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require "active_support/core_ext/module/delegation"
require "active_support/core_ext/class/attribute_accessors"
require "active_support/core_ext/array/wrap"
require 'active_support/deprecation'

module ActiveRecord
  # Exception that can be raised to stop migrations from going backwards.
  class IrreversibleMigration < ActiveRecordError
  end

  class DuplicateMigrationVersionError < ActiveRecordError#:nodoc:
    def initialize(version)
      super("Multiple migrations have the version number #{version}")
    end
  end

  class DuplicateMigrationNameError < ActiveRecordError#:nodoc:
    def initialize(name)
      super("Multiple migrations have the name #{name}")
    end
  end

  class UnknownMigrationVersionError < ActiveRecordError #:nodoc:
    def initialize(version)
      super("No migration with version number #{version}")
    end
  end

  class IllegalMigrationNameError < ActiveRecordError#:nodoc:
    def initialize(name)
      super("Illegal name for migration file: #{name}\n\t(only lower case letters, numbers, and '_' allowed)")
    end
  end

  # = Active Record Migrations
  #
  # Migrations can manage the evolution of a schema used by several physical
  # databases. It's a solution to the common problem of adding a field to make
  # a new feature work in your local database, but being unsure of how to
  # push that change to other developers and to the production server. With
  # migrations, you can describe the transformations in self-contained classes
  # that can be checked into version control systems and executed against
  # another database that might be one, two, or five versions behind.
  #
  # Example of a simple migration:
  #
  # class AddSsl < ActiveRecord::Migration
  # def up
  # add_column :accounts, :ssl_enabled, :boolean, :default => 1
  # end
  #
  # def down
  # remove_column :accounts, :ssl_enabled
  # end
  # end
  #
  # This migration will add a boolean flag to the accounts table and remove it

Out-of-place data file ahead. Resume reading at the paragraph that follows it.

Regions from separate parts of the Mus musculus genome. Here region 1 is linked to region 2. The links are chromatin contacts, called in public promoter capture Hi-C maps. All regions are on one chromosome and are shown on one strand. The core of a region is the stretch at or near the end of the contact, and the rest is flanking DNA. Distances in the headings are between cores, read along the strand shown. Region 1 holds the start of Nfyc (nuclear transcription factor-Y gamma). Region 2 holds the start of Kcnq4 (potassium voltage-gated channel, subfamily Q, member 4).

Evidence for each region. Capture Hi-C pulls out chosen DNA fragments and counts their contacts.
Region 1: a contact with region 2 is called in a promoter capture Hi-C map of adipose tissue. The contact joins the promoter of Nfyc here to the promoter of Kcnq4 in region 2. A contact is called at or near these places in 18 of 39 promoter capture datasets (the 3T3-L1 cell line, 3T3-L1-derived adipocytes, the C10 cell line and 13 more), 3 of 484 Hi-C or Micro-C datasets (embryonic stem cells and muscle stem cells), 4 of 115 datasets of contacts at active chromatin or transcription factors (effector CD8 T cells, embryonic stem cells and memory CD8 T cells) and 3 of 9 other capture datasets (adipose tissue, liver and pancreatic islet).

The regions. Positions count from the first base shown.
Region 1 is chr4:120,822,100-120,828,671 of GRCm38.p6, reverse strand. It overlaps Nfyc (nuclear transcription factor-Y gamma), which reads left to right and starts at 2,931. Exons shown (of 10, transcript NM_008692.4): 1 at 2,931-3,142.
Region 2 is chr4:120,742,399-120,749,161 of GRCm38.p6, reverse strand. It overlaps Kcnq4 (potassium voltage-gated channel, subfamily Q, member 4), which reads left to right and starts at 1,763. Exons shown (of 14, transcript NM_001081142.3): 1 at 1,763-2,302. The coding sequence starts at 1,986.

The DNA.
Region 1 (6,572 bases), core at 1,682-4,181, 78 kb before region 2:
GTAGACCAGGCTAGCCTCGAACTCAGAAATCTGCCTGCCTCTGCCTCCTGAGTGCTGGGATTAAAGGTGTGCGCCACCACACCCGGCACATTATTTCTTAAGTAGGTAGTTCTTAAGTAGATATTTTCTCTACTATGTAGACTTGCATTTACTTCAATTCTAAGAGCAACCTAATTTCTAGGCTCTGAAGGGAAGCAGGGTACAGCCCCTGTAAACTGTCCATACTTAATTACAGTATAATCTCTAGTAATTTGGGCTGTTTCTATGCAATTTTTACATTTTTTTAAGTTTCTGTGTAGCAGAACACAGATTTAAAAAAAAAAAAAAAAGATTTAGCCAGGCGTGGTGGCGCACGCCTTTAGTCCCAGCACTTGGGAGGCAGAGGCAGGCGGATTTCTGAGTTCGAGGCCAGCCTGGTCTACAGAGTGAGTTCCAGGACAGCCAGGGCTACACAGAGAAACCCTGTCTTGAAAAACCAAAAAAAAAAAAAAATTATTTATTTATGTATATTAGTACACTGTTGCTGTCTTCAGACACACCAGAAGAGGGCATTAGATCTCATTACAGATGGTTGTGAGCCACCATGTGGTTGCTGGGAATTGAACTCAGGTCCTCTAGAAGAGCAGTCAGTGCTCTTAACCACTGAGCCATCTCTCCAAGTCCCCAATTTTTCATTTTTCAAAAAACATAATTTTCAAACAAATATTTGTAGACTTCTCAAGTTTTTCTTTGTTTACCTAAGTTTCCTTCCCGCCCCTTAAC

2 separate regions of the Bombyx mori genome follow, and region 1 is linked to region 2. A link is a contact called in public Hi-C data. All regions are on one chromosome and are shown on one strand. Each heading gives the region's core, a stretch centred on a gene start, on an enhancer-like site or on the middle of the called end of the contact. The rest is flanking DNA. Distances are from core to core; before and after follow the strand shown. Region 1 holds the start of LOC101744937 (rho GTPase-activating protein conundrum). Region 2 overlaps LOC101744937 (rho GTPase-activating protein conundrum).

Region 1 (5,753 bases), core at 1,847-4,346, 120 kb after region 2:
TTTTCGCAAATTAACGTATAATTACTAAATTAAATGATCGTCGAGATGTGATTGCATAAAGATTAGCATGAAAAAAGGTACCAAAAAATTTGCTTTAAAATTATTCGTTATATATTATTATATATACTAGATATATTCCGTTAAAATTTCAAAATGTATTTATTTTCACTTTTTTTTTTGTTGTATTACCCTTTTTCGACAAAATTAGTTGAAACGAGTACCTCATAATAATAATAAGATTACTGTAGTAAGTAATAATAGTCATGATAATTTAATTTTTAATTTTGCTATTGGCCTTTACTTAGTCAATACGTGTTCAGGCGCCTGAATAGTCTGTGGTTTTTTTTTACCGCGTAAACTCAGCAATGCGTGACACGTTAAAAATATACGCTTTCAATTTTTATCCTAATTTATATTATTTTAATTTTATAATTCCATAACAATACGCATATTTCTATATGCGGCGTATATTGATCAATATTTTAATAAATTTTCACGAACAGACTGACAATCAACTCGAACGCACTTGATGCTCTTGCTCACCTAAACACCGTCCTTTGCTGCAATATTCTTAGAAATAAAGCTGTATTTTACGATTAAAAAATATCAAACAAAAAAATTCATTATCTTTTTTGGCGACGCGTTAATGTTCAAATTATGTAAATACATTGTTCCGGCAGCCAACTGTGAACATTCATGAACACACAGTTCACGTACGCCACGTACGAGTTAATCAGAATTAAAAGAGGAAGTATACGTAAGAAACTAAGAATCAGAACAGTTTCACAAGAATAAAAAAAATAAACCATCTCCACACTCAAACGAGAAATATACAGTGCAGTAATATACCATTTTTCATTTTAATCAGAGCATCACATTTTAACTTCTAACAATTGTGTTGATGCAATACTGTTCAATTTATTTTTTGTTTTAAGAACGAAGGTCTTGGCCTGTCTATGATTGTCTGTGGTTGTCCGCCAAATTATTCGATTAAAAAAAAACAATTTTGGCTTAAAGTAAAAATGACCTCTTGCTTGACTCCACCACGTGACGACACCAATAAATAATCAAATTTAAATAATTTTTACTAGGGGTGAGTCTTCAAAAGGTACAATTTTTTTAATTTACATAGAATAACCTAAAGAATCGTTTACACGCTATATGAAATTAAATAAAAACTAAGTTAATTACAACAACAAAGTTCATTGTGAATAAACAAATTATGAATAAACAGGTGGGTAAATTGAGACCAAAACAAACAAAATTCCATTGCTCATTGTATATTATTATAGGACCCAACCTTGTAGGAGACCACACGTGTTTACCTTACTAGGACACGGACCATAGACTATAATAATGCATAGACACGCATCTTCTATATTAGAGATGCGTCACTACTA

# if you're backing out of the migration. It shows how all migrations have
  # two methods +up+ and +down+ that describes the transformations
  # required to implement or remove the migration. These methods can consist
  # of both the migration specific methods like add_column and remove_column,
  # but may also contain regular Ruby code for generating data needed for the
  # transformations.
  #
  # Example of a more complex migration that also needs to initialize data:
  #
  # class AddSystemSettings < ActiveRecord::Migration
  # def up
  # create_table :system_settings do |t|
  # t.string :name
  # t.string :label
  # t.text :value
  # t.string :type
  # t.integer :position
  # end
  #
  # SystemSetting.create :name => "notice",
  # :label => "Use notice?",
  # :value => 1
  # end
  #
  # def down
  # drop_table :system_settings
  # end
  # end
  #
  # This migration first adds the system_settings table, then creates the very
  # first row in it using the Active Record model that relies on the table. It
  # also uses the more advanced create_table syntax where you can specify a
  # complete table schema in one block call.
  #
  # == Available transformations
  #
  # * <tt>create_table(name, options)</tt> Creates a table called +name+ and
  # makes the table object available to a block that can then add columns to it,
  # following the same format as add_column. See example above. The options hash
  # is for fragments like "DEFAULT CHARSET=UTF-8" that are appended to the create
  # table definition.
  # * <tt>drop_table(name)</tt>: Drops the table called +name+.
  # * <tt>rename_table(old_name, new_name)</tt>: Renames the table called +old_name+
  # to +new_name+.
  # * <tt>add_column(table_name, column_name, type, options)</tt>: Adds a new column
  # to the table called +table_name+
  # named +column_name+ specified to be one of the following types:
  # <tt>:string</tt>, <tt>:text</tt>, <tt>:integer</tt>, <tt>:float</tt>,
  # <tt>:decimal</tt>, <tt>:datetime</tt>, <tt>:timestamp</tt>, <tt>:time</tt>,
  # <tt>:date</tt>, <tt>:binary</tt>, <tt>:boolean</tt>. A default value can be
  # specified by passing an +options+ hash like <tt>{ :default => 11 }</tt>.
  # Other options include <tt>:limit</tt> and <tt>:null</tt> (e.g.
  # <tt>{ :limit => 50, :null => false }</tt>) -- see
  # ActiveRecord::ConnectionAdapters::TableDefinition#column for details.
  # * <tt>rename_column(table_name, column_name, new_column_name)</tt>: Renames
  # a column but keeps the type and content.
  # * <tt>change_column(table_name, column_name, type, options)</tt>: Changes
  # the column to a different type using the same parameters as add_column.
  # * <tt>remove_column(table_name, column_names)</tt>: Removes the column listed in
  # +column_names+ from the table called +table_name+.
  # * <tt>add_index(table_name, column_names, options)</tt>: Adds a new index
  # with the name of the column. Other options include
  # <tt>:name</tt>, <tt>:unique</tt> (e.g.
  # <tt>{ :name => "users_name_index", :unique => true }</tt>) and <tt>:order</tt>
  # (e.g. { :order => {:name => :desc} }</tt>).
  # * <tt>remove_index(table_name, :column => column_name)</tt>: Removes the index